Devotionals
 

Devotionals are short essays written by GSLC members and staff that explore the ways the Holy Spirit works within our every day lives.  There are several ways we invite you to use these devotionals:

  • Make them a part of a prayer practice - read a devotion and consider the ways that Christ has worked similarly in your life or works in unexpected ways.
  • Make them a part of a journaling practice - read a devotion and journal about what the Holy Spirit is stirring in you as you reflect on the essay.
  • Use them as a reminder that God works in all things, the bad and the good.

With over 400 available devotions, you can use these daily, weekly, or monthly.  It's up to you!  We just hope that by reading these inspiring stories provided by Good Shepherd's flock you are able to better see where Jesus is present in all things!  Thank you to all of our members that have provided devotionals throughout the past couple of years!

 
Good Shepherd Lutheran Church

Daily Devotion

by retired Pastor, Larry Donner

DOUBT

John 20:24-29

But Thomas (who was called the Twin), one of the twelve, was not with them when Jesus came. So the other disciples told him, ‘We have seen the Lord.’ But he said to them, ‘Unless I see the mark of the nails in his hands, and put my finger in the mark of the nails and my hand in his side, I will not believe.’

A week later his disciples were again in the house, and Thomas was with them. Although the doors were shut, Jesus came and stood among them and said, ‘Peace be with you.’ Then he said to Thomas, ‘Put your finger here and see my hands. Reach out your hand and put it in my side. Do not doubt but believe.’ Thomas answered him, ‘My Lord and my God!’ Jesus said to him, ‘Have you believed because you have seen me? Blessed are those who have not seen and yet have come to believe.’

The “Doubting Thomas Story” from John is the First Sunday after Easter Gospel text used all three years of the Lutheran Lectionary (a book appointing sections of the Bible to be read on Sundays or other days of the year).Interns and associate pastors are well-acquainted with Thomas since, invariably, they are the ones who end up preaching about him while the Lead Pastor flits off to Florida following a grueling Lenten/Holy Week schedule!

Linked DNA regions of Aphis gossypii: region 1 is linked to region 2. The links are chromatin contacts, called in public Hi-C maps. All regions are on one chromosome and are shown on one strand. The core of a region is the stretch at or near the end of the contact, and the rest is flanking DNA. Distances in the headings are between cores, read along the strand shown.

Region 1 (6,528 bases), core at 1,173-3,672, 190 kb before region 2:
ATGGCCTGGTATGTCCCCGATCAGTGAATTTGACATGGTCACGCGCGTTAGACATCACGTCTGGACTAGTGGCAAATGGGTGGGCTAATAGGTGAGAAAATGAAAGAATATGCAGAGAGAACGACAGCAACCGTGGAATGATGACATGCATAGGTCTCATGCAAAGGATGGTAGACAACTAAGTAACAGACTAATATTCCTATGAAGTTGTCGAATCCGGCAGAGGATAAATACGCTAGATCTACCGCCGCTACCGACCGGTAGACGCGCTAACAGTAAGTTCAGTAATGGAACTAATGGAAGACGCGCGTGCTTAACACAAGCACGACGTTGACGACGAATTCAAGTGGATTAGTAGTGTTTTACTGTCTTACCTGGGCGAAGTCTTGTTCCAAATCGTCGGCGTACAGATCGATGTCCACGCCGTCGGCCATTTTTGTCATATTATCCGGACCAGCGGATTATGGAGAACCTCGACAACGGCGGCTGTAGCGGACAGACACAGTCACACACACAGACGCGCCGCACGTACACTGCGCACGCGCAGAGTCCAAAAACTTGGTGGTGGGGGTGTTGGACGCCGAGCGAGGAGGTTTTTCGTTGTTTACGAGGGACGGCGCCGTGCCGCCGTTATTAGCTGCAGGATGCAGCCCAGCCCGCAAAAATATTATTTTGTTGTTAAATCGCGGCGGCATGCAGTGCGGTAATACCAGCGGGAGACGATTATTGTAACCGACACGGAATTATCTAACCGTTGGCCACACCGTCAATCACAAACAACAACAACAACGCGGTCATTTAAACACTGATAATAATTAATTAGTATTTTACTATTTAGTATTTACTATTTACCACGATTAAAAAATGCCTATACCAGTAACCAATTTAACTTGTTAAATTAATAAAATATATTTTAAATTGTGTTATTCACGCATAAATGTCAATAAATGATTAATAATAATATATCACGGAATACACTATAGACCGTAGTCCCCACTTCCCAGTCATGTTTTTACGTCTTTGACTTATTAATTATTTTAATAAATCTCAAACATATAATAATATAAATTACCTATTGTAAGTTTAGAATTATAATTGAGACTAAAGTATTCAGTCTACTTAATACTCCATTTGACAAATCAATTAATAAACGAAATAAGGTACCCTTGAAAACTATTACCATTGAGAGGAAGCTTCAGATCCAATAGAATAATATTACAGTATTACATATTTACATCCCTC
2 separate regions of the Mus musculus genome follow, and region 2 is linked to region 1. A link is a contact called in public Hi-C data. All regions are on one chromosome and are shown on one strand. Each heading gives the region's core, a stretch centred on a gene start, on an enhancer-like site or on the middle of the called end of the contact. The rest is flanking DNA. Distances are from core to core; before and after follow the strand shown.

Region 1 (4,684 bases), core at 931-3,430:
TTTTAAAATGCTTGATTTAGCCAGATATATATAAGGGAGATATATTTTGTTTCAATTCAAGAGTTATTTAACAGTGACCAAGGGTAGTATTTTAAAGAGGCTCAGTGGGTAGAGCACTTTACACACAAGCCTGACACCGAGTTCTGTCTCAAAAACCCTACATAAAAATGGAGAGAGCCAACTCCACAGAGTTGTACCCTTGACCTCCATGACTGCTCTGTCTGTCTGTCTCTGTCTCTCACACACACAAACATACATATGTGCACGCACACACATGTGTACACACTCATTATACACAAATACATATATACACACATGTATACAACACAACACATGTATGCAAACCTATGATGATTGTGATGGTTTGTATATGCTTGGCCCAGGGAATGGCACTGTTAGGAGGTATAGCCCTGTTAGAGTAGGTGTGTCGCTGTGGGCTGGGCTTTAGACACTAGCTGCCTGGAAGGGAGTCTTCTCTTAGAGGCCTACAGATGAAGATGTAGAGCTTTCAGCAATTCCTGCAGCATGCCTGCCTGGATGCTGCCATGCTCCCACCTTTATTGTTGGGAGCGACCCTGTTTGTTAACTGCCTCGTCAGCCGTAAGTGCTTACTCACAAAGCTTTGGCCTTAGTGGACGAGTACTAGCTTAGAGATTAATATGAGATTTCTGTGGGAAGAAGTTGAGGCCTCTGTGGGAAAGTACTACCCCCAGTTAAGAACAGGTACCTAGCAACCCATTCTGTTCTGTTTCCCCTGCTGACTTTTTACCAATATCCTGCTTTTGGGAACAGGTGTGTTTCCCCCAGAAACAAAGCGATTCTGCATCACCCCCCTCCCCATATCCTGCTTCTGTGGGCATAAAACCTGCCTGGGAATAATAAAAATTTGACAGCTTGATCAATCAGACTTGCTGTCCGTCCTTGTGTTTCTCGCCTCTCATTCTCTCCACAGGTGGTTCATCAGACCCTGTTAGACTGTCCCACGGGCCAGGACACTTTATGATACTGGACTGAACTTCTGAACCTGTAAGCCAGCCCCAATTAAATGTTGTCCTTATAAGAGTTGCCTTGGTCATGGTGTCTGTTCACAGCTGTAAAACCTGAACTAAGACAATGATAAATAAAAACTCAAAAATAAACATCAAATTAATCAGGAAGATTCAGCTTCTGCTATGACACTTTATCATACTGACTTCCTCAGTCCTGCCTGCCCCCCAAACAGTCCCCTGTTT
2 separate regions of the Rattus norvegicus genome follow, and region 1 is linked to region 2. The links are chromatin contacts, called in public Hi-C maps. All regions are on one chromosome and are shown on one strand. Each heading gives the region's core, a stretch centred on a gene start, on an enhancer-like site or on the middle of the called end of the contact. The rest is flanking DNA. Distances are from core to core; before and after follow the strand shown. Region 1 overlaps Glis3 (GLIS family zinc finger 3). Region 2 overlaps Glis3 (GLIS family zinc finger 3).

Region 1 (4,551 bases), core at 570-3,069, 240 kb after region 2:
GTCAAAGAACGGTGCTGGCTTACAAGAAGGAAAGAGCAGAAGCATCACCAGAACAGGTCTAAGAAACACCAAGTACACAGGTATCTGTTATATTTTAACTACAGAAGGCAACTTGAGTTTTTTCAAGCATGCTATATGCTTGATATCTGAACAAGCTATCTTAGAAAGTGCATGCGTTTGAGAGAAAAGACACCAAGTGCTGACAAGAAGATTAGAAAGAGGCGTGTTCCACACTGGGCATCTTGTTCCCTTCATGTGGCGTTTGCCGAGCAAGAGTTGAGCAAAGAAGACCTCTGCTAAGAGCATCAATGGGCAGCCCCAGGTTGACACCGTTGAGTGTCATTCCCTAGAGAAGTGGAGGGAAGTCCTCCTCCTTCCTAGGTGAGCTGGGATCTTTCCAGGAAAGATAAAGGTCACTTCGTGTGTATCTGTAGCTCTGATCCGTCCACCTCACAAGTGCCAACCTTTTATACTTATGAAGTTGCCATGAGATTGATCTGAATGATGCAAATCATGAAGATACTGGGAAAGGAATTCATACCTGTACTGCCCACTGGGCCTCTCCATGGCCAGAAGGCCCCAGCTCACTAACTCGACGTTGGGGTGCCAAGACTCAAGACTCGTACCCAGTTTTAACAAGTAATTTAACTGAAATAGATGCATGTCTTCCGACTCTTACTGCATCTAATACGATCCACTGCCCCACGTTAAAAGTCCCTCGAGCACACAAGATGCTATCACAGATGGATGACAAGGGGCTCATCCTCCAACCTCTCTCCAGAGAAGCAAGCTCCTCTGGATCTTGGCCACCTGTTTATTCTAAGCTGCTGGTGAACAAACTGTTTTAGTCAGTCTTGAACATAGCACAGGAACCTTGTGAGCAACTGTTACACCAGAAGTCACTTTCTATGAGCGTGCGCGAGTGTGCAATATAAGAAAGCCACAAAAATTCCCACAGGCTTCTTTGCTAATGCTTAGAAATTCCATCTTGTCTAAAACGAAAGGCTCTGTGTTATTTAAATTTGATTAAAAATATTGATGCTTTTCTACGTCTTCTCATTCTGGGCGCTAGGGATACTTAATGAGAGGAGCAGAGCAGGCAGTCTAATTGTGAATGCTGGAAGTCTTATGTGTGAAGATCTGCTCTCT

This is arguably the most famous Gospel story dealing with doubt but there are many others, a terrified Peter looking for water wings as he sinks into the Sea of Galilee or the male disciples thinking the women’s report of an empty tomb to be just an idle tale being two prime examples. I love all these doubt stories because the characters are so much like I am with all my doubt. Yet, despite their doubt, they end of becoming strong witnesses to faith in Jesus. I take heart in that because it gives me hope and affirms what one of my favorite theologians, Paul Tillich, states: Doubt is not the opposite of faith; it is one element of faith.”

Let’s be clear: doubt is neither unfaithful nor sinful. It’s merely part of that normal human wrestling we do with God that I wrote about yesterday. Grappling with doubt often leads to an even greater faith as we find ourselves yet again in the grip of a loving God. Think here of Job who, losing everything, is immersed in doubt but then emerges with a faith that lacks for nothing. Or Thomas, who cannot – will not – believe without benefit of the same proof all the other disciples already received, but then when met by the living Jesus expresses one of the greatest exclamations of faith we find in Scripture: “My Lord and my God!”

Sure, Jesus says, “Blessed are those who have not seen and yet have come to believe.” He is talking about us here. But he is not condemning us should we doubt. He is allowing us to embrace it and then providing the means for our doubt to be overcome by his grace in scars on hands and feet, in bread and wine, in reconciling words, in loving actions, and in all the other ways we are met by the living Lord. Such is the love of Christ that faith is found through doubt.

The next time you are wracked by doubt, remember good old Thomas – the patron saint of all us doubters – and the fact that his story is misnamed. It should be titled “The Believing Thomas Story,”

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